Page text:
“Hello, I am […] from company […]. A few weeks have passed since our last contact. Now I’m interested to know if there is anything new on your side. How far have you progressed in your project? Are you still interested in our product?”

Calling for the sake of calling? Not a good tactic. Has the interest on the part of the lead declined because a competitor was more consistent? Or has the project fizzled out altogether? Of course, this is valuable information, but many leads will keep a low profile on the phone in that case. In concrete terms, this means “no time” or “no more interest” and that’s it. To get the lead to talk, an SDR should choose a more concrete reason for the conversation:

“Hello, I am […] from company […]. A lot has happened since our last contact. We have released a new generation of products and I believe that we can support you even better in your business with it. What do you think about it? Would you like to check with me if our new offer suits you?”

Of course, this only works if sales staff are familiar with the products and can match their characteristics with customer needs.

Answering the phone too early: This not only brings great disappointment for ambitious SDRs. Management also has a problem. Leaders aren’t just waiting for performance to finally kick in. They also must assume that the messaging they want toward leads will fall by the wayside in the heat of the moment. This is more than an unfavorable isolated incident: when it piles up, the product or service loses profile from a lead’s perspective. No matter how good the offer, in the end it, is people who sell it. If they don’t get the message across, the perception of the offer will also be affected – not a good starting position for the next acquisition attempt.

Less detours towards performance: The perfect SDR onboarding

The perfect onboarding for salespeople looks different. Of course, it includes the inevitable: a lot of input on product, market and process. But its strength lies in the fact that it is more than that. Therefore, internal coaches personally address the SDRs in 1-to-1 meetings. The goal: to know individual strengths and weaknesses so that they can work on them. The process also includes playbooks as a central tool that relieves a lot of pressure during preparation and in interview situations.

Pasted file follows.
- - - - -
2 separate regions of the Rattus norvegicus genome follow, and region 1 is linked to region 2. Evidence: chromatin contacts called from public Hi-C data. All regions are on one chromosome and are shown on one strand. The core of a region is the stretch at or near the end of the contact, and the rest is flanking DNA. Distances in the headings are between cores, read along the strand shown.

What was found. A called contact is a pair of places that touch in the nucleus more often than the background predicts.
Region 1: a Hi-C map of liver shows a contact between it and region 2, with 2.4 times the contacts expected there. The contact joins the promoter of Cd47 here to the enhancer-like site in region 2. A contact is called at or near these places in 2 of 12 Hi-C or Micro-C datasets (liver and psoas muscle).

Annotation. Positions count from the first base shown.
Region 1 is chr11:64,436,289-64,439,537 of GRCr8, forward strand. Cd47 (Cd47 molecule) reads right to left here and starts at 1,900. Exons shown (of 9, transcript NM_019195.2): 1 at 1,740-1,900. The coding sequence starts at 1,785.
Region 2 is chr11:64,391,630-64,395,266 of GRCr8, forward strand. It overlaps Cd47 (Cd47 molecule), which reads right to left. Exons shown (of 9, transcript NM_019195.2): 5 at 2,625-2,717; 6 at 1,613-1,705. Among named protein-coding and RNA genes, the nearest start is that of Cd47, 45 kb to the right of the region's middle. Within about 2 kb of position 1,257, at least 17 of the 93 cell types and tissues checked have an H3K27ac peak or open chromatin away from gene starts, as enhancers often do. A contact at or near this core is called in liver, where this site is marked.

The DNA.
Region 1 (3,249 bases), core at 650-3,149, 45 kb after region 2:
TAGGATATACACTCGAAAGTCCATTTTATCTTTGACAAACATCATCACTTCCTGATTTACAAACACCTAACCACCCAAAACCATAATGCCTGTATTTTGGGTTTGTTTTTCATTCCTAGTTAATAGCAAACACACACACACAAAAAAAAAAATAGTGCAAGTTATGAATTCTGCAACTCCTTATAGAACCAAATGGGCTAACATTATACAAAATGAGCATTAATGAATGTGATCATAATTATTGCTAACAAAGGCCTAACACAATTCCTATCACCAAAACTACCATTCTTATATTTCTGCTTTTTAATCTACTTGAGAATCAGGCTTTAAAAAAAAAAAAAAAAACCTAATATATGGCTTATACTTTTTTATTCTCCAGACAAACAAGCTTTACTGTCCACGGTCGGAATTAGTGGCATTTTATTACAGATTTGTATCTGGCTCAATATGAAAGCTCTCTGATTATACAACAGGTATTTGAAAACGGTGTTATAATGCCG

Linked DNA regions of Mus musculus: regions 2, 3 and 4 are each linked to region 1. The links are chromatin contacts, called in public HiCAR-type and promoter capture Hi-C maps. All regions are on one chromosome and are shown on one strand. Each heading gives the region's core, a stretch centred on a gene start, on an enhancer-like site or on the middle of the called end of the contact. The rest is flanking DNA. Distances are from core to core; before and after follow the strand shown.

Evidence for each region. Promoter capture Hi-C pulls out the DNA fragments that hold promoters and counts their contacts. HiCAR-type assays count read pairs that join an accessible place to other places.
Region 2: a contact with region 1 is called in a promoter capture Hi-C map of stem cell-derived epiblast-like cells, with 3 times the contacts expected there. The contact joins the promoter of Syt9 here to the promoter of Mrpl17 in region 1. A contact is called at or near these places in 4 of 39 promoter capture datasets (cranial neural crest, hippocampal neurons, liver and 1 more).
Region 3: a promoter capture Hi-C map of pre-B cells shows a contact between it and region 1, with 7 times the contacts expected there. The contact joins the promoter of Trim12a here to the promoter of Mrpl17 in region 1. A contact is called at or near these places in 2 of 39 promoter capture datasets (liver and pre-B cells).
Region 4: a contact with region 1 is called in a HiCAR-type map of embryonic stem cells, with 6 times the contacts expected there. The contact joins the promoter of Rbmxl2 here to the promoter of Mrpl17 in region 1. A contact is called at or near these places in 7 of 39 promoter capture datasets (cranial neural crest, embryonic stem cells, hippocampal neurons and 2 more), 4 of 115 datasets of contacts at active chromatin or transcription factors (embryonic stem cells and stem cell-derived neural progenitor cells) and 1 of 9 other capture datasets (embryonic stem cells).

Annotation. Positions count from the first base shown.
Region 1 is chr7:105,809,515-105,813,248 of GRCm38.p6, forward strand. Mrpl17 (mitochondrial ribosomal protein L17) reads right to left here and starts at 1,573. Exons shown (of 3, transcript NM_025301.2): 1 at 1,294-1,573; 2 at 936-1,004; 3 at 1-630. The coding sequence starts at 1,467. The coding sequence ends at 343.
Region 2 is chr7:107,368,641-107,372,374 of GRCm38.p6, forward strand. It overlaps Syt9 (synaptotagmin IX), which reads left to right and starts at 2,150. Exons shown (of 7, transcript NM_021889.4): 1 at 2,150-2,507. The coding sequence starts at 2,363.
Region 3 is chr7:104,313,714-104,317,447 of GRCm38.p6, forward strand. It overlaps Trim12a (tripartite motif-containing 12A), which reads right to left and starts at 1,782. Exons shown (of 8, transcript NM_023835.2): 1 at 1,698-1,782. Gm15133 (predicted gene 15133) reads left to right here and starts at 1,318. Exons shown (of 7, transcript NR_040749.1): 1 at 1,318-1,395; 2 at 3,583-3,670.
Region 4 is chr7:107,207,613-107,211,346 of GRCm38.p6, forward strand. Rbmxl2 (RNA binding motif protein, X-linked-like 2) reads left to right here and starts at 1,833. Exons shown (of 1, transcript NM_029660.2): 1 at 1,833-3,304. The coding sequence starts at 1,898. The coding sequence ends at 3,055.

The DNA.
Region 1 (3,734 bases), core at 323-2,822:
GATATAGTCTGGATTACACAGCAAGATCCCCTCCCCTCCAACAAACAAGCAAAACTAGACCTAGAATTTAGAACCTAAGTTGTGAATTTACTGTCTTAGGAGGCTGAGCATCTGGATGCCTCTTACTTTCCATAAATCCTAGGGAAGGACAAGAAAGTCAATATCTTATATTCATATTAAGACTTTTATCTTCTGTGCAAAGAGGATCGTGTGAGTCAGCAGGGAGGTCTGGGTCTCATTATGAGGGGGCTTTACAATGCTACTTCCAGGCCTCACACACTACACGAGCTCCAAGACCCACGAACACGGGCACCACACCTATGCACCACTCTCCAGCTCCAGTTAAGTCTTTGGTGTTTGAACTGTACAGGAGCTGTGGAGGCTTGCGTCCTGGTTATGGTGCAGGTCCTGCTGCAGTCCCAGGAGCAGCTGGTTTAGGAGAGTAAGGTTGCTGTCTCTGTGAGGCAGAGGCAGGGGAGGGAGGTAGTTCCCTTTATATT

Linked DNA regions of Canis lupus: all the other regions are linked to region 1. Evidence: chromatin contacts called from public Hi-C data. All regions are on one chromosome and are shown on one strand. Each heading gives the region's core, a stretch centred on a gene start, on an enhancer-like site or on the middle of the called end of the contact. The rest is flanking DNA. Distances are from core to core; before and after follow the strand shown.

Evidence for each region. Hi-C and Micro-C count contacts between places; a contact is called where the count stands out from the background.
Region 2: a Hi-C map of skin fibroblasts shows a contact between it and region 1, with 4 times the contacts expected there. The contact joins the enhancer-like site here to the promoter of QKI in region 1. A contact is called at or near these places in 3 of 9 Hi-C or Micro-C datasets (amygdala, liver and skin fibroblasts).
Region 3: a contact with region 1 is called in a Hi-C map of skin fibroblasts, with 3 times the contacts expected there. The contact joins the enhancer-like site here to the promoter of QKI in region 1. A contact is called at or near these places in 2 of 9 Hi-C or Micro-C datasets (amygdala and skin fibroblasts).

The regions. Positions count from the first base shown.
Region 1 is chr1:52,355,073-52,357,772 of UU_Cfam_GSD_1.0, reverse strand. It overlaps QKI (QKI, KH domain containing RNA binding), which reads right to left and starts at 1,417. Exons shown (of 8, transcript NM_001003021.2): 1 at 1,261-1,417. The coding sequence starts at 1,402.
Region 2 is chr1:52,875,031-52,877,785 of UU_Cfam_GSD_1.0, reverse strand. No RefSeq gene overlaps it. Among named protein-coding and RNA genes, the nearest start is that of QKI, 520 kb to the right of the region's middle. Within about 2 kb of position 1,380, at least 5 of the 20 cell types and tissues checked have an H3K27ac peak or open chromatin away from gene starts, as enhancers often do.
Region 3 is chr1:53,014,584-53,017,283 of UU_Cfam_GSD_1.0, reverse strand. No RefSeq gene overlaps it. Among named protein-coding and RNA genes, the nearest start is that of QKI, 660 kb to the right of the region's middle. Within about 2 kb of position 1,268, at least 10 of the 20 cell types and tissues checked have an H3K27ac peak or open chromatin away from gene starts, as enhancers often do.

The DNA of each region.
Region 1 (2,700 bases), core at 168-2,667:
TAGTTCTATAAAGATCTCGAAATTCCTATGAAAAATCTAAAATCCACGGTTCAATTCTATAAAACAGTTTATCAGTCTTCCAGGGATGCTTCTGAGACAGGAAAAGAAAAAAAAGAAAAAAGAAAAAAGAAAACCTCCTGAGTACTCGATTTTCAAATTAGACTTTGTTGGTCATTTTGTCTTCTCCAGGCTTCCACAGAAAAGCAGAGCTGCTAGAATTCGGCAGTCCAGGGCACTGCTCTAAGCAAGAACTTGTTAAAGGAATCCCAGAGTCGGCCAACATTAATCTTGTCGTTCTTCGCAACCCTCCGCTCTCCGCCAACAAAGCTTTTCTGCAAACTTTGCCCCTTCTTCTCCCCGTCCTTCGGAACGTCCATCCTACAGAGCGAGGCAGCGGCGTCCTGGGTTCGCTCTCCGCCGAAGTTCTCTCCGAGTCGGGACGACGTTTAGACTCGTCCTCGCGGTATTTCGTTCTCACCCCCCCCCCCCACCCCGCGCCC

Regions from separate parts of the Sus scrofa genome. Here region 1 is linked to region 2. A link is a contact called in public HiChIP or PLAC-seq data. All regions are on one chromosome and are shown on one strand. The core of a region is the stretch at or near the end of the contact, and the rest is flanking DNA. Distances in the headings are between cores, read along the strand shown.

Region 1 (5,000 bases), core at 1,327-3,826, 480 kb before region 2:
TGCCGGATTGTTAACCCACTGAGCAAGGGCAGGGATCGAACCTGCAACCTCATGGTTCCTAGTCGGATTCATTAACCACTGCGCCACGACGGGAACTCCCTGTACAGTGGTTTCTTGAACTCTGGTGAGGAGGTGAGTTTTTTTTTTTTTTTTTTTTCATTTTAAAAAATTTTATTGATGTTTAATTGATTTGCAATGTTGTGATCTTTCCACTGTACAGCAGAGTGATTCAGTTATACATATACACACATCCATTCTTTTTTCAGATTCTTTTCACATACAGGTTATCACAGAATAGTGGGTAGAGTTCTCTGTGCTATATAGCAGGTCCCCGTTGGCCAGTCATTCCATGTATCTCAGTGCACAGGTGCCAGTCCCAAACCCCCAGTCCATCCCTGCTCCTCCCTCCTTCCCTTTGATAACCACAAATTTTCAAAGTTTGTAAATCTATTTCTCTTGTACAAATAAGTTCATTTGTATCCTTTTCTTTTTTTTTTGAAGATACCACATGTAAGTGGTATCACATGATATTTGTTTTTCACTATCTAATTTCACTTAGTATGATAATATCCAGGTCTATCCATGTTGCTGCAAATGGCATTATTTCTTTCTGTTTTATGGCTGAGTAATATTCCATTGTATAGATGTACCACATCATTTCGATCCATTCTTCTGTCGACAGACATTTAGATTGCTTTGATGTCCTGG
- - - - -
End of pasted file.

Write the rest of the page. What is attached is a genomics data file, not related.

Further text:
Digital playbooks in particular support the new sales professionals in their day-to-day business of preparing, conducting and documenting meetings. Digital playbooks do not prescribe a rigid process but adapt dynamically to the course of the conversation. Salespeople document the statements of their counterparts with just a few clicks of the mouse. In return, they receive suggestions on how they can conduct the conversation in the best possible way. This means that digital playbooks provide the collected knowledge about the lead and the best discussion technique exactly when it is needed. Such playbooks support with knowledge and structure and therefore also provide assistance with the sticking point for all sales beginners: objection handling. SDR playbooks, therefore, play an important role in the three-week training phase of our Sales Onboarding Best Practice.

Sales Onboarding Week 1

Sales Education: This is the heading for the first week of SDR onboarding. Products and services today are highly specific. This is the only way for providers to find their niche in today’s mostly highly competitive markets. That new SDRs already enter with deep industry expertise is therefore probably the exception rather than the rule. It also doesn’t work without basic knowledge of sales psychology or conversational skills. Heard of it, sure! To assume that SDRs can also implement this from scratch: ambitious. That’s why week 1 of the SDR onboarding is all about the essentials:

  • Product and market knowledge

  • Industry knowledge

  • Messaging according to marketing strategy

  • Conversational skills

A broad range of topics and a high level of detail: the first week of sales onboarding is intensive. But it should serve as a kick-start and create the necessary basis on which SDRs can subsequently build. How much of this has stuck with SDRs can be found out with a theory test. The question is not whether everything already sits perfectly. We remain realistic and want to know above all whether it is enough to take the next step from theory to practice.


Whether at school, in training or at university, we all know that exams are patient. Here, each person shows only one aspect of their abilities. Nevertheless, this is a good basis for creating an initial skills profile as a basis for the further sales induction plan: work on strategies for dealing with weaknesses and don’t forget to continue building on strengths!